Local Love

“There will be a price adjustment on that for you.”

“Why?” I asked, not completely understanding.

“Because it wasn’t exactly as I thought it should be,” the local proprietor replied. 

“Oh don’t worry,” I said, very pleased with how everything had turned out. 

“Absolutely not!” he stated emphatically. “It’s on us.”

The non-profit organization I co-founded, Good Shepherd SLF which is building a high school in Cameroon, West Africa, had rented space for a board meeting in town. There were some minor glitches in the beginning that were no big deal to me or to the board. Nonetheless, it was a very big deal to the owner. As a result, he gladly and without hesitation, gave us the space rent free.

t-t10_milford_music_festival_5820_mobiAfter our meeting, I happened to walk into another local business in search of some ingredients to make a special dinner for my husband that night. The establishment had everything I needed except one item. I guess the owner could see the tiredness in my eyes, the slump in my walk in high heels after a long meeting and he said, “Wait a minute. I might have just what you need in the back for the dishes we make here.”

Then he went into the kitchen, returning with more than I could use in a small plastic bag. No charge. 

That’s what doing business in a small town is like, not that people give everything away for free, nor should they! But they care. They go the extra mile to satisfy, to please, to say, “We’re part of the same community. You’re my neighbor and I want to help.”

And you can’t put a price on that. It truly is priceless, as MasterCard would say. 

I know. I grew up in a small town in Tennessee and my father was a local business owner. He, too, went the extra mile for everyone who walked in the door of his men’s clothing store – hand delivering the suit for that special occasion if time was short, staying open late for the person who needed it, supplying everything needed for the Boy Scouts at a discount, as well as for the local high school bands.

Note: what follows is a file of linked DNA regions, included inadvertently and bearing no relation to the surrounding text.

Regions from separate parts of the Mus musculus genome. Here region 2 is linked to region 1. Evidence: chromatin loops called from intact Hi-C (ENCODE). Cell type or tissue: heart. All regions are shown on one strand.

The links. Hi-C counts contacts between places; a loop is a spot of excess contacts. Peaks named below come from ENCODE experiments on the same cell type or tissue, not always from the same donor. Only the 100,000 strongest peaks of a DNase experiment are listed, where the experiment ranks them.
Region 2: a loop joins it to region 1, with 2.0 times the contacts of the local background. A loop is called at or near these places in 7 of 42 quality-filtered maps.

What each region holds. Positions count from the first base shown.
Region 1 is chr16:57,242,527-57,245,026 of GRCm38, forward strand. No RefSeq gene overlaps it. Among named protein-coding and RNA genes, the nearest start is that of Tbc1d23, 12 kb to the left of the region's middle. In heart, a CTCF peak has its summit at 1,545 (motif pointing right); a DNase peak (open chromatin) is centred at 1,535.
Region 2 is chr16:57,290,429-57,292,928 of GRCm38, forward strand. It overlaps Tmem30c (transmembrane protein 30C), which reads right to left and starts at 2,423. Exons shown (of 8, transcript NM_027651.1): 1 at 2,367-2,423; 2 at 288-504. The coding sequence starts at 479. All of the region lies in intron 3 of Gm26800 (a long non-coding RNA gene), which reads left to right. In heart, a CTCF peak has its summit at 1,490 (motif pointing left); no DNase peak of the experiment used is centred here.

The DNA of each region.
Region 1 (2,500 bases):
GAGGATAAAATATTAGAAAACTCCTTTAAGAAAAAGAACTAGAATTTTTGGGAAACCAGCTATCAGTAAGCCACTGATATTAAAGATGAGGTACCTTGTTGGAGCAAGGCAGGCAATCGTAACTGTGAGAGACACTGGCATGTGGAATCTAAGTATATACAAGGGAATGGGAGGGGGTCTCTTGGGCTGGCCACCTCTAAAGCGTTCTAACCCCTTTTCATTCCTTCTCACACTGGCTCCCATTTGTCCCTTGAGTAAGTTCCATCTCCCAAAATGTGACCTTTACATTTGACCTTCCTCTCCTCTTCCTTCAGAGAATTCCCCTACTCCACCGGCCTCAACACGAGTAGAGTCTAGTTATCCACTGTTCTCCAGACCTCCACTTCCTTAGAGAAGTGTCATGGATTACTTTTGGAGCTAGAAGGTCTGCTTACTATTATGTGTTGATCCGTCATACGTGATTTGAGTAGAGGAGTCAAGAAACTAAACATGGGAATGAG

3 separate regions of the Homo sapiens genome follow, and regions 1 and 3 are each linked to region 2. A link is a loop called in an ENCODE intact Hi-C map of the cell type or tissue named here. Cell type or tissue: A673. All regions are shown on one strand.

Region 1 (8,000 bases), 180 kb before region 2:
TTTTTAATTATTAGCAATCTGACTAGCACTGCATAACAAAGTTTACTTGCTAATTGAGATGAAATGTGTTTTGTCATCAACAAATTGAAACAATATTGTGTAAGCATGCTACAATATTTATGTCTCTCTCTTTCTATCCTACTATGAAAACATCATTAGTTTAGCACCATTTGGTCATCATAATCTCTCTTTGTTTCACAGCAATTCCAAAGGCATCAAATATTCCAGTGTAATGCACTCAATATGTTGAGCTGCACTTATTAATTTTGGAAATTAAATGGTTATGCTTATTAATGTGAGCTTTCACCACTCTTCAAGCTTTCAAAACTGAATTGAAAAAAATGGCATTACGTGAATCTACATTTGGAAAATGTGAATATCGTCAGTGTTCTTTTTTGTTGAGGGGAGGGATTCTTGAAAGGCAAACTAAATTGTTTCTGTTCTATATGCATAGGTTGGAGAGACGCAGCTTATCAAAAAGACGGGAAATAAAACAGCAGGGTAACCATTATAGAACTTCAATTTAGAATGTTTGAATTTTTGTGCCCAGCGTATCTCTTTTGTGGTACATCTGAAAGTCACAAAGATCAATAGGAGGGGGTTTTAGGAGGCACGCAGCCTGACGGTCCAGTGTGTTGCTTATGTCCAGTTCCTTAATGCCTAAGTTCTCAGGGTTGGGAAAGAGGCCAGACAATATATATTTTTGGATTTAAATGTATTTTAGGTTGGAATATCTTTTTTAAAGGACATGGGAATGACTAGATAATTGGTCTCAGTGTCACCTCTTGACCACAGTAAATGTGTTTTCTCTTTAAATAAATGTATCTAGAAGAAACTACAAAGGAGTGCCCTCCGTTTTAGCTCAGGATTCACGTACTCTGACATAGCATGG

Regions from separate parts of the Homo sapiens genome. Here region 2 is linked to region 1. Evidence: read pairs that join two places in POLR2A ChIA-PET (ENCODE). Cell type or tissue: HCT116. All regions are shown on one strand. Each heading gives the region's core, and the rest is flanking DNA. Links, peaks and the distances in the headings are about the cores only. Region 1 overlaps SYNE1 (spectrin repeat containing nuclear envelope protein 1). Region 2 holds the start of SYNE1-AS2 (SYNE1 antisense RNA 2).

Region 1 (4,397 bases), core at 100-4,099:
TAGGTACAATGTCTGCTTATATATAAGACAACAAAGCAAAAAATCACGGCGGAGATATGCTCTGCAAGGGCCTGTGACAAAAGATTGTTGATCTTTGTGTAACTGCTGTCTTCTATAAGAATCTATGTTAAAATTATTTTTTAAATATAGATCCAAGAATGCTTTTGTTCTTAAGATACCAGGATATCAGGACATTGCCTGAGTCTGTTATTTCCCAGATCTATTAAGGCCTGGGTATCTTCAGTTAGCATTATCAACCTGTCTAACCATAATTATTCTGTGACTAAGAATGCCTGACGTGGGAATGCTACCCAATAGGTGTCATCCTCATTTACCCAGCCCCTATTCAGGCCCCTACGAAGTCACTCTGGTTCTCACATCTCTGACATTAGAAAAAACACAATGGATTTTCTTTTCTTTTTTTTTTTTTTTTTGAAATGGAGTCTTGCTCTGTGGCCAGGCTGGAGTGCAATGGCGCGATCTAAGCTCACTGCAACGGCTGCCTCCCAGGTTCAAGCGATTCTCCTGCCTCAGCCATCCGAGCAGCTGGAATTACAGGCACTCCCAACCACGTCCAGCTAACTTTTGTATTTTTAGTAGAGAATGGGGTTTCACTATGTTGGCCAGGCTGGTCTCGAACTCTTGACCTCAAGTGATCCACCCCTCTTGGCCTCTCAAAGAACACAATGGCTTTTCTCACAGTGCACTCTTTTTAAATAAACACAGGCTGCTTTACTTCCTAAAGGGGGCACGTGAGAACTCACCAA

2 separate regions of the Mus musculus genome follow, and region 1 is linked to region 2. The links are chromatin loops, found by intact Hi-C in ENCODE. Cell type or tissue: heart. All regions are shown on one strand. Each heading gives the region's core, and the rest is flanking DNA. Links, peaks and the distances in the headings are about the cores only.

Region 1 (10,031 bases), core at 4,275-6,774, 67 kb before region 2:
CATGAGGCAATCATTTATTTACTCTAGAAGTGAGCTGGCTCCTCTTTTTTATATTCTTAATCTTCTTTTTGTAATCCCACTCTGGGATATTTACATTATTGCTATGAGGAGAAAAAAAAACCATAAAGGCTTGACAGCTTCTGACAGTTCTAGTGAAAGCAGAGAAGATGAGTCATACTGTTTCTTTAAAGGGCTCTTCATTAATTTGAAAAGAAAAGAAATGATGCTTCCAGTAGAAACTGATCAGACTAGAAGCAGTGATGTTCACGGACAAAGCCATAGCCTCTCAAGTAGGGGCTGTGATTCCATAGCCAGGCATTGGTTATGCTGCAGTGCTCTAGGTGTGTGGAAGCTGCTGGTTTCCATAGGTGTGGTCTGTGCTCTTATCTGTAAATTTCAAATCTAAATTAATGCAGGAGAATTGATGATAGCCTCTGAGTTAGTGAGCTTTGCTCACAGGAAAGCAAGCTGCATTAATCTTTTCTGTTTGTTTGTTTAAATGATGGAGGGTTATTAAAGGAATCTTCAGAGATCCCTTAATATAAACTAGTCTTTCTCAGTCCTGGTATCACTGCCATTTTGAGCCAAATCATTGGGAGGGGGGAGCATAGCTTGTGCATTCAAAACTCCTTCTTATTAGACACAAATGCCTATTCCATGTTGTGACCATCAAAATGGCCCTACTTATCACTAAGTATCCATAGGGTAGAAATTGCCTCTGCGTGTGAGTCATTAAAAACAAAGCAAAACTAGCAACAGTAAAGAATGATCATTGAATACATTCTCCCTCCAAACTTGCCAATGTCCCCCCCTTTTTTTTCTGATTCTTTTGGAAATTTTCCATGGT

He worked every Saturday and yes – he had a staff of salespeople, but he wanted, felt he should be there. He came home late and bone tired every Christmas Eve and when he finally arrived home there was a family celebration.

But when hard times hit with high interest rates in the 70s hurting small businesses across America, not all, but some of those people he had gone the extra mile to help  forgot about him, turned their back on him. And it hurt. Not just my father, but our entire family.

I pray I never do that to anyone and I pray you don’t either. Local merchants who give to us, deserve to receive from us as well.  Christmas shopping will be here before we know it and birthdays occur often. Let’s take care of the people who have taken care of us all year long.

Let’s remember. Each and every one of them deserves it.

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